The use of the term detergent is intended to include witin its scope all commonly known detergents, soaps and synethic detergents. The organic group that constitutes the oil-soluble part of the detergent is not critical and may be derived from any of the fatty acids, sulfonated fatty acids or fatty alcohols.
Ordinary soap including the alkali salts of fatty acids such as for instance lauric or stearic, etc., are quite useful. Particularly, the sodium and potassium salts may be utilized.
The synthetic detergents including the well known anionic, cationic and nonionic detergents may be utilized. Among the anionic detergents are those sodium salts of organic sulfonates or sulfates such as sodium lauryl sulfate. The sulfonates such as the alkylaryl sulfonates and other sulfates derived from esters and amides may be found useful. Detergents of this type include sodium dodecylbenzenesulfonate and others. Nonionic detergents such are obtained by condensation of fatty acids, alcohols or amides, with ethylene oxide are useful. Typical of this grouping are the polyoxyethylated fatty acids and alcohols.
Also useful are the cationic detergents which are the quaternary ammonium halides such as for example benzethonium chloride.
As further examples of useful detergents, it may be pointed out that any of those surface-active agents described in the "Encyclopedia of Surface-Active Agents" Sisley and Wood Volume 2, 1964 may be found to be useful.
The composition of the ClO2 and the detergent will be inherently alkaline. The alkalinity of the composition is important only to the extent that the normal acidity of the stack gas is preferably to be avoided. The specific pH of the composition, therefore, may vary considerably. The stack gas is preferably brought to approximate a neutral pH by the injection of the composition, both to avoid the harm that may be caused by an acidic or highly alkaline stack gas entering the atmosphere and to avoid a residue that may be left in the stack after treatment of the stack gas. For economical and efficiency reasons alone, the production of a residue is preferably to be avoided. It has been found that if the stack gas is maintained within a pH range of 7.0 to 7.5, and preferably pH 7.2 - 7.4, no residue will be formed. It should be understood that if the formation of a residue is not found to be undesirable, the stack gas may vary outside of the preferred pH range of 7.0 to 7.5, since there still will be a substantial reduction in the noxious SO2 content of the stack gas.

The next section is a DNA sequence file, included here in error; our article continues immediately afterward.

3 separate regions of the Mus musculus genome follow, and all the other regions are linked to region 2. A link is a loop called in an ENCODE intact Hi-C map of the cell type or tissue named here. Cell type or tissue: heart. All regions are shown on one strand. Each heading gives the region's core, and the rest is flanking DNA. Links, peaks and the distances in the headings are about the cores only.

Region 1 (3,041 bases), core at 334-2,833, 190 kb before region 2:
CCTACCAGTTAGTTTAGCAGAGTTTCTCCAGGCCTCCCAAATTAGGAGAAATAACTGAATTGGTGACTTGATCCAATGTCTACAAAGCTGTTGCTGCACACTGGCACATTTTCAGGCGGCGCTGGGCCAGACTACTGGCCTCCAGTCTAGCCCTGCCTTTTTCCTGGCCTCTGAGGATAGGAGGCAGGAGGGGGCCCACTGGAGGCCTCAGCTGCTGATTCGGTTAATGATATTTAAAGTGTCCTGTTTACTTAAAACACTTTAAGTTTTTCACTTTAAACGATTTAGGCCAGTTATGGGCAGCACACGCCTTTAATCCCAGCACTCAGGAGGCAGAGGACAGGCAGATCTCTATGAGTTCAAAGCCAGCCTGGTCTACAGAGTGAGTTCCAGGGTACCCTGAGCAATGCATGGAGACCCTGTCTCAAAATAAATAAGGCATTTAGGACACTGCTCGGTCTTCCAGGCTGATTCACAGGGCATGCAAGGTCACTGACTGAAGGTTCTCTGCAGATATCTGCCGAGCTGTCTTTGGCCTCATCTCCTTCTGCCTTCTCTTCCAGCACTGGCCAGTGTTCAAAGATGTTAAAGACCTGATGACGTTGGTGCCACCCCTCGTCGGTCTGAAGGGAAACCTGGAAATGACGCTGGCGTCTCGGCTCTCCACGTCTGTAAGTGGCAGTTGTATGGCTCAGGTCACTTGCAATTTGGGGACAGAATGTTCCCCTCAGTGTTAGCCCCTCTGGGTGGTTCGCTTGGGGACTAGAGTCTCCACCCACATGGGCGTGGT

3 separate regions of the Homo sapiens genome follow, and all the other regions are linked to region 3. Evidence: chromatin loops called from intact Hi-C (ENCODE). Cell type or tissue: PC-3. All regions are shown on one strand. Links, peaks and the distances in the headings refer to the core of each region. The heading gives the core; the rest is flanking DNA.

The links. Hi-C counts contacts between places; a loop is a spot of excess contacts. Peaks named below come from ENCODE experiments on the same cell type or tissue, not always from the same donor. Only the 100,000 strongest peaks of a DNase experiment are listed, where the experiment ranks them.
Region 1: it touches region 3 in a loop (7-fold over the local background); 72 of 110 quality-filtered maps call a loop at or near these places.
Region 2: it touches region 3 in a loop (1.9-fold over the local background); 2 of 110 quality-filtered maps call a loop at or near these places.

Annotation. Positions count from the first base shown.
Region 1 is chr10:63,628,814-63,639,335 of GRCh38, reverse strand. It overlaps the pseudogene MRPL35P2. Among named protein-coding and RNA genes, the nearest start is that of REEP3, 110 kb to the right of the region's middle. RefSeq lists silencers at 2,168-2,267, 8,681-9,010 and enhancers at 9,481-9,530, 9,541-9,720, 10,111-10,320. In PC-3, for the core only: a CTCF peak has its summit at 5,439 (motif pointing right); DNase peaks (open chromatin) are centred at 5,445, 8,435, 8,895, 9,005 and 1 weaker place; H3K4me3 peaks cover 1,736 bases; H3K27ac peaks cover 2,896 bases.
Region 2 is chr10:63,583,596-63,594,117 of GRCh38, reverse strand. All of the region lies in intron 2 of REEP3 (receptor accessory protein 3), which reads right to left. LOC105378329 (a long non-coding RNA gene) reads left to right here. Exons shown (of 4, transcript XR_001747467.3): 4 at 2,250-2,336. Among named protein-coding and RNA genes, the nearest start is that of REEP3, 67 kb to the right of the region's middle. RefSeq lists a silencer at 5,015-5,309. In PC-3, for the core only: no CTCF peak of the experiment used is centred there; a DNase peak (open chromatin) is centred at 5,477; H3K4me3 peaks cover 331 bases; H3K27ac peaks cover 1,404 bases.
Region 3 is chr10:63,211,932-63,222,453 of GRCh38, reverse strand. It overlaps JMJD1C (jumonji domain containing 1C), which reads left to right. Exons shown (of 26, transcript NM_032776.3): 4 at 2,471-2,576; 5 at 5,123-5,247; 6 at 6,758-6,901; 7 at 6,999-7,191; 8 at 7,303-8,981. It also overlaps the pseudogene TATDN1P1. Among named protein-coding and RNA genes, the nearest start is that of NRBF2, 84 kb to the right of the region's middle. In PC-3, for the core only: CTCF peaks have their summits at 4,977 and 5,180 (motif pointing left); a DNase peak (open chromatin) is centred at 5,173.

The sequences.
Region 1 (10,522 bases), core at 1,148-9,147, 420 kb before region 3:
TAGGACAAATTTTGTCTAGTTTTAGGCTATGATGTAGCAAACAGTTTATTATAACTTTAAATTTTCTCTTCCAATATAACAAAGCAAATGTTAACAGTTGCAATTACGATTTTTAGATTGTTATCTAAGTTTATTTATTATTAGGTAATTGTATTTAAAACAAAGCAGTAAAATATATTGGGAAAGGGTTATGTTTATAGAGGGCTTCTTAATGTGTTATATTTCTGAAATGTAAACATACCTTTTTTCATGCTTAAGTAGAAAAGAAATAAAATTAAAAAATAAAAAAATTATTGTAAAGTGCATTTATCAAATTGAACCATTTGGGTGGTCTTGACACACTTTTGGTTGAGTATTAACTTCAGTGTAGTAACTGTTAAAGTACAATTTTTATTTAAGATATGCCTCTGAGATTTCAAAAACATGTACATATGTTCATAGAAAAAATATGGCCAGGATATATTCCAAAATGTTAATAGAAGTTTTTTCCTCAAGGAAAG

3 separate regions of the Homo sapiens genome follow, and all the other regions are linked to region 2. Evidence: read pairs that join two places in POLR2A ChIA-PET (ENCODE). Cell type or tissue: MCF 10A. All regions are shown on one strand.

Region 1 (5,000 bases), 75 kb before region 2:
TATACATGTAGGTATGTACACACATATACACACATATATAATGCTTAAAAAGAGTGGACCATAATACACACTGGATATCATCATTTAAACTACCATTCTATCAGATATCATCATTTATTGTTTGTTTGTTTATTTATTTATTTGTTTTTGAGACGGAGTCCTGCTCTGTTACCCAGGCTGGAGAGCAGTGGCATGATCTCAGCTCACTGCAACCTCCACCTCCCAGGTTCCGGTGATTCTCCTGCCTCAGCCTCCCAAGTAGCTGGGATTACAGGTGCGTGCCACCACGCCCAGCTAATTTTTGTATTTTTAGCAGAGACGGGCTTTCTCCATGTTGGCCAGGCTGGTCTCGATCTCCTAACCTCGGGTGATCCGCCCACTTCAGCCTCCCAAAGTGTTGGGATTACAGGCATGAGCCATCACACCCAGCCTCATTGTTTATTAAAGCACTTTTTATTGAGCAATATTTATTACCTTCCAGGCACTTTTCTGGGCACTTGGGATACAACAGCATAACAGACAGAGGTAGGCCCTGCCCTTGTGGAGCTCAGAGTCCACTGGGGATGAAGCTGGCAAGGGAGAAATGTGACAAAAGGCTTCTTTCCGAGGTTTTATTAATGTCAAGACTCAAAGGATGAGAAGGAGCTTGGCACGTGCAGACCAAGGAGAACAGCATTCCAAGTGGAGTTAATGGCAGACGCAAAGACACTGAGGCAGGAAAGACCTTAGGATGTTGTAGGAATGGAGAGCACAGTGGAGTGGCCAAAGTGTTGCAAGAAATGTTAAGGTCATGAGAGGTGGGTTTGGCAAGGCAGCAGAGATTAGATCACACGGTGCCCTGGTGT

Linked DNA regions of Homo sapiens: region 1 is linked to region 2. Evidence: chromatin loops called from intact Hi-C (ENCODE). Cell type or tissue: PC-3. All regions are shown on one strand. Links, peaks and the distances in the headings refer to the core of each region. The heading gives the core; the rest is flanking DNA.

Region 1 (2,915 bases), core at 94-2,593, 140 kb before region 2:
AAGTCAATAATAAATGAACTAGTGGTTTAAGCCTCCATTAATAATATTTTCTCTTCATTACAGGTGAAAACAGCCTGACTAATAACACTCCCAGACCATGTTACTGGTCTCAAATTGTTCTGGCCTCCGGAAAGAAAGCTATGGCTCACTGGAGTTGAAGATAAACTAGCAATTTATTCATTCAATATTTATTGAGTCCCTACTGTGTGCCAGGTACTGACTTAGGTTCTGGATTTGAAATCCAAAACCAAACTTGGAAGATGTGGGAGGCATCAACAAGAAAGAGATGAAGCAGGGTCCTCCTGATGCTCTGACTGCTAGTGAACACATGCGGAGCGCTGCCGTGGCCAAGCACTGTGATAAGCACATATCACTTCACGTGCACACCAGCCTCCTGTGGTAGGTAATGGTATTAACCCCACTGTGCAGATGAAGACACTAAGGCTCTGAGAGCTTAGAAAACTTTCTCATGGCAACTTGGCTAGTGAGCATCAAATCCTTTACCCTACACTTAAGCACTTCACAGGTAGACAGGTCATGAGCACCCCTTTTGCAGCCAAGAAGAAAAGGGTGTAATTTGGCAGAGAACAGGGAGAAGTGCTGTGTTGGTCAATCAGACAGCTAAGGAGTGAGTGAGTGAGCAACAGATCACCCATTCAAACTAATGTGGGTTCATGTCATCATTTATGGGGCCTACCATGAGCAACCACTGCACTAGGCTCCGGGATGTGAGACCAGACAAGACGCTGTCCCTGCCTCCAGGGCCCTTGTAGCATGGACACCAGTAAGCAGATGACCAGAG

To counteract a highly acidic stack gas, additional alkaline material may be added to the treating composition to produce the preferred neutral or slightly alkaline pH. Any relatively strong substance alkaline such as the alkalis, generally in the amount 0.1 to 40 pounds of alkali per pound of ClO2 may be found useful. The most useful alkalis are the ammonium and alkali metal hydroxides and carbonates. Additionally, ammonia in the amount of 0.1 to 20 pounds per pound of ClO2 may be added if desired although its addition is not necessary or critical to the achievement of the purposes of the present invention.
The combustion gases often include organic materials that may make it desirable to include in the composition an organic solvent such as one of the lower alkyl alcohols having from 3 to 8 carbon atoms such as for instance isopropyl alcohol or one of the polyhydric alcohols having 2 to 8 carbon atoms such as ethylene glycol. The use of such organic solvents is in no way critical or necessary but has been found to be useful in the presence of combustion gases having high boiling substances such as tar and the like. The amount of the organic solvent that may be present is generally from 1 to 30 pounds per pound of ClO2.